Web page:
Identifying high school physics students’ factors of epistemological cognition in electricity through online inquiry simulations



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Physics is considered a difficult topic for high school students to learn. Students’ preconceptions and misconceptions, along with the context-dependency of mathematical problem solving and complexity of physical systems, may lead students to memorize solutions rather than understanding physics expressions. Previous research has demonstrated that researchers must model the interaction of students' epistemological beliefs, epistemological framing, and epistemic games with content knowledge and achievement in physics to better understand why students may fail to apply their knowledge and skills. The purpose of this study was to develop and validate the Epistemological Cognition Rubric (ECR) to measure regular-level high school physics students’ epistemological cognition within the context of electricity inquiry activities and to determine whether students with a higher level of epistemological cognition score higher on the end of unit exam. Epistemological cognition is an umbrella term describing students’ epistemological beliefs, epistemological framing, and epistemic games and their intertwined relationship. Specifically, this study sought to answer the following research questions: 1. What reliability and validity evidence supports that the ECR measures students’ epistemological cognition within the developed inquiry electricity activities? 2. What is the relationship between students' epistemological cognition factors, including their demonstrated epistemological beliefs, epistemological framing, and epistemic games? 3. What is the relationship between students’ demonstrated level of epistemological cognition, their retention of electricity concepts, and their performance on NGSS-based learning objectives? 4. Do all students, or certain populations of students, using the developed inquiry electricity activities outperform students learning the same content through mixed or traditional only pedagogy?

During the COVID-19 pandemic, 209 regular-level high school physics students participated in the study through either an at-home or hybrid model of learning. The students were separated by classes into either an experimental or control group; all students completed a pretest, a demographic survey, five electricity activities, and a posttest. The experimental group performed five inquiry-based activities, while the control group completed five traditional activities based on the simulations. A mixed group also completed half of the inquiry activities and half of the traditional activities for comparison. The students’ inquiry activities were graded on the ECR. Before the study, the same procedures were completed with sixty-five physical science students as a pilot test.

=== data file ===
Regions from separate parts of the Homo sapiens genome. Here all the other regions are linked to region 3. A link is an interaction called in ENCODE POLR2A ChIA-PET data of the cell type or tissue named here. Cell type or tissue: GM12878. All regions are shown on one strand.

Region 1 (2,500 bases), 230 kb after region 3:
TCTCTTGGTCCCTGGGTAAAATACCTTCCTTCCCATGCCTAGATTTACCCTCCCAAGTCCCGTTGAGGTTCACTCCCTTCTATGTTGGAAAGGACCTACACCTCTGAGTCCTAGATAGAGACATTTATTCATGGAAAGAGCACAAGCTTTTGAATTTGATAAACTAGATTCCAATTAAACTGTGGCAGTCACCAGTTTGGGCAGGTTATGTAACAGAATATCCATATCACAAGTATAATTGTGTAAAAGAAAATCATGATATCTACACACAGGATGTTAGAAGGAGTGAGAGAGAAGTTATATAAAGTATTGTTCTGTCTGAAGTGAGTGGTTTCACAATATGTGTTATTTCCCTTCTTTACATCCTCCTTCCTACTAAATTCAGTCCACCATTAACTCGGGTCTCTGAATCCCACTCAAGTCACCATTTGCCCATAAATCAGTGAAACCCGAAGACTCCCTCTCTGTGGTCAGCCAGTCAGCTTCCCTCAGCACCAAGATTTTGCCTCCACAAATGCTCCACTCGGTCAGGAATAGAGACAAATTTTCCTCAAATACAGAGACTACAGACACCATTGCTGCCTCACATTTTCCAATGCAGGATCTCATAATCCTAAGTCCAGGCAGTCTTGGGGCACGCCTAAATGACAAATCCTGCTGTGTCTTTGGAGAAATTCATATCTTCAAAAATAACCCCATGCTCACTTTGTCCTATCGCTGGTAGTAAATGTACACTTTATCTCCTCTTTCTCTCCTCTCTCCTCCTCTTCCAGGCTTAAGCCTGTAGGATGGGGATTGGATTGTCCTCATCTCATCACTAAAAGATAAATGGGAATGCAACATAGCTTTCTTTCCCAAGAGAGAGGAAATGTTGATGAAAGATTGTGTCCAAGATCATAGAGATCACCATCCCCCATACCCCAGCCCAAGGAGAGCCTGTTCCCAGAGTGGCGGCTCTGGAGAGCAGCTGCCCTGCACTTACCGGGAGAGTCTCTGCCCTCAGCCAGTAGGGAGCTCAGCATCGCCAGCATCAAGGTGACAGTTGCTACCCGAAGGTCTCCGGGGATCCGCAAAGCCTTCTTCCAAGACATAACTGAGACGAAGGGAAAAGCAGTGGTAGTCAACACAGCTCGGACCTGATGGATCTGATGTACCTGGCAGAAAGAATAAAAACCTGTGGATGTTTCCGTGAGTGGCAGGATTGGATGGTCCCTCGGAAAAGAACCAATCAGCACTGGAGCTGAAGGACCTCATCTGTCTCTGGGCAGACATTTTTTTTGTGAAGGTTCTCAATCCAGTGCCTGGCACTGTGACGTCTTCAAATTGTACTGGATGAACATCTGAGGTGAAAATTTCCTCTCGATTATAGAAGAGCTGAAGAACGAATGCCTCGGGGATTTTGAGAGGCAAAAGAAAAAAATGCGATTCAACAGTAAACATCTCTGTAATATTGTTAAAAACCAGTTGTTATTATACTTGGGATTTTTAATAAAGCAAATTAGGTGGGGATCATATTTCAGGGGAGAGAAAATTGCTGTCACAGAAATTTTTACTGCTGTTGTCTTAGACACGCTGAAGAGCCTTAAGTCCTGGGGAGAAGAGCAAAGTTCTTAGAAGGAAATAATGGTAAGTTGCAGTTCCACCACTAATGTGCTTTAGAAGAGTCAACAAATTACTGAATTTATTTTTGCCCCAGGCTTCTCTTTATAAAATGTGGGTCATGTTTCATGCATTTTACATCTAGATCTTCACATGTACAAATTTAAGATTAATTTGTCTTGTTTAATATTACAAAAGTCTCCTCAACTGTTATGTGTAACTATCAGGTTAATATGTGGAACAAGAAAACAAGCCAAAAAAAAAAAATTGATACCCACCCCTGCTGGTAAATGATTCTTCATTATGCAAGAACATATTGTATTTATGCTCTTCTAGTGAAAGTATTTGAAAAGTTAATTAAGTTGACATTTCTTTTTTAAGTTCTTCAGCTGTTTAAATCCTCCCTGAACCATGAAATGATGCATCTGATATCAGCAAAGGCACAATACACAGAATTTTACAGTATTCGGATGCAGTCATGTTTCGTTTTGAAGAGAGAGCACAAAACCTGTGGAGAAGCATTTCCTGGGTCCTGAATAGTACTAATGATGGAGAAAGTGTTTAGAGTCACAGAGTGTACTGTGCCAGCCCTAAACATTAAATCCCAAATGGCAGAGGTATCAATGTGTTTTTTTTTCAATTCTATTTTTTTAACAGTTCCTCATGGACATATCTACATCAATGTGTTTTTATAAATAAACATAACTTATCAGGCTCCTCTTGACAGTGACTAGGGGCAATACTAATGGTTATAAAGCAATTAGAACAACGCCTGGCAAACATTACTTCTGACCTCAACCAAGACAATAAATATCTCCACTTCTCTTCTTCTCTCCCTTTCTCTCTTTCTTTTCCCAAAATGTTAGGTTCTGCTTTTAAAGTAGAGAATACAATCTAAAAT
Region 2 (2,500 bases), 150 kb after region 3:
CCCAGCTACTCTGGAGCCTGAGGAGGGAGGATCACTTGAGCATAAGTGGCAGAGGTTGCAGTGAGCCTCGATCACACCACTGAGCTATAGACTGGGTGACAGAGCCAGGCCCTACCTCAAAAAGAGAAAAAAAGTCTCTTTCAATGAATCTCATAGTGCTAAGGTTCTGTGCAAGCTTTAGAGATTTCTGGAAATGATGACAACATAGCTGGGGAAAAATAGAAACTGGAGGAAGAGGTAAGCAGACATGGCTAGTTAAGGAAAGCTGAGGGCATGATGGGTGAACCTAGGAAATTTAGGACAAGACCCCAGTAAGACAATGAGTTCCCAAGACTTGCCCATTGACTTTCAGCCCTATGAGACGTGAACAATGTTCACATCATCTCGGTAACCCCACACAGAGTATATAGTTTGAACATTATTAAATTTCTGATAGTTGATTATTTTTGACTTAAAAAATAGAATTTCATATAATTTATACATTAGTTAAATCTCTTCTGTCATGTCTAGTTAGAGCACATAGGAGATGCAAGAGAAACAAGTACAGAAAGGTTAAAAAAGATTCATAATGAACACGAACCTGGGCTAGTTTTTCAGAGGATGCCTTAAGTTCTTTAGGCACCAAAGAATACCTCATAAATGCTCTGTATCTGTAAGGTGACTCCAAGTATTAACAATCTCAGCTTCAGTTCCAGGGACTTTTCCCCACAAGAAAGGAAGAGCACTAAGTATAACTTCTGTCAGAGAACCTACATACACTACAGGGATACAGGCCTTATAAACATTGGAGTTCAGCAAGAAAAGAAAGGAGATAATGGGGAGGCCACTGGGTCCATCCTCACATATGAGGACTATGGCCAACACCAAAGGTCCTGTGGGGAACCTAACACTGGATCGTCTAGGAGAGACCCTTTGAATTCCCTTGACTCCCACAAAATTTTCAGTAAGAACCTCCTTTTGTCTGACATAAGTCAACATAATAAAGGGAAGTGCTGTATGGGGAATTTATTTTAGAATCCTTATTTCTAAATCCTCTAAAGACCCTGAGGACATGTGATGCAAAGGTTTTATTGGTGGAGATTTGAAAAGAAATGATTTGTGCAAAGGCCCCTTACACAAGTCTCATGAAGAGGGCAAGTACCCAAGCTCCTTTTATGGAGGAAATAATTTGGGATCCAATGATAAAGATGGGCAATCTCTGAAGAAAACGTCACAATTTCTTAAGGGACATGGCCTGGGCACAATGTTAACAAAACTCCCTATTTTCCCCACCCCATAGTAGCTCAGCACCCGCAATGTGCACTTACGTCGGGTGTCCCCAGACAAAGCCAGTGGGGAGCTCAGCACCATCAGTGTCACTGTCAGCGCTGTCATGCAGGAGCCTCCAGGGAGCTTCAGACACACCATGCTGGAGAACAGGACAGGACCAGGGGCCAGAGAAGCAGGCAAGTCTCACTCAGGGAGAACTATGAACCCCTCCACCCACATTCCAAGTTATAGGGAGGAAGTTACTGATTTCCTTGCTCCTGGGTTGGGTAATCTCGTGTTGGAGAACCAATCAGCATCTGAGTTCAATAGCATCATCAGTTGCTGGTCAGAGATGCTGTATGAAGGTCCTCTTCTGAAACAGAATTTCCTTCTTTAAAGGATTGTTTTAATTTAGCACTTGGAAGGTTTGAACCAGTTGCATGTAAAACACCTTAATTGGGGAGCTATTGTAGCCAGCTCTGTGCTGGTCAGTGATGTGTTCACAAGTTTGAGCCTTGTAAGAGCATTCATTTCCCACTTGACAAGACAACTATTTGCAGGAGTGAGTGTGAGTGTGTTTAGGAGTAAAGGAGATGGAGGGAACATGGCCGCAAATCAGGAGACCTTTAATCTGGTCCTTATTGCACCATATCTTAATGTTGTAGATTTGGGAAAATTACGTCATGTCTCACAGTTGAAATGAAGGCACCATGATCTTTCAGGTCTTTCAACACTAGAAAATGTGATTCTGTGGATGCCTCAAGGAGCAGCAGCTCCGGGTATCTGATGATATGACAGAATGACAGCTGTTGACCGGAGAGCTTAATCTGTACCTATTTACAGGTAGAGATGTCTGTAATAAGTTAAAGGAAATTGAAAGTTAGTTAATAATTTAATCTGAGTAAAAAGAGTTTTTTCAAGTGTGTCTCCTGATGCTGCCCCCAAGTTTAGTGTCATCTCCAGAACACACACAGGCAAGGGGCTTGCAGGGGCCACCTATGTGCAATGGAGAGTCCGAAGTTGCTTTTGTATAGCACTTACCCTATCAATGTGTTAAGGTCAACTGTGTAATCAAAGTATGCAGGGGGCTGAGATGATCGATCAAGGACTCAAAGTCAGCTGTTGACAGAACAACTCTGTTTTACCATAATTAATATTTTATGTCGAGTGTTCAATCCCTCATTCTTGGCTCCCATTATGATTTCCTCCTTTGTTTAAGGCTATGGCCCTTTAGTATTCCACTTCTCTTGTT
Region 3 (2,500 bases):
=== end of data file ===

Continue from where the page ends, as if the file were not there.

A two-way, fixed-raters agreement interclass correlation (ICC) and a Cronbach’s  demonstrated the reliability of the ECR. A Principal Component Analysis, Confirmatory Factor Analysis, and Spearman’s Correlation Coefficient demonstrate content validity, where Factor 1 most likely represented students’ epistemological beliefs and Factor 2 represented students’ mathematical framing and games. Students’ epistemological framing was not measured using the ECR but may represent the relationship between epistemological beliefs and epistemic games. Further, results indicated that students’ average ECR scores were not significant predictors of test scores. Interestingly, the students in the Mixed group statistically significantly outperformed the students in both the Inquiry and Traditional groups. Further research is needed to understand the Mixed group’s success.



Physics, Epistemological Cognition, Electricity, Epistemic Games, Epistemological Beliefs, Epistemological Framing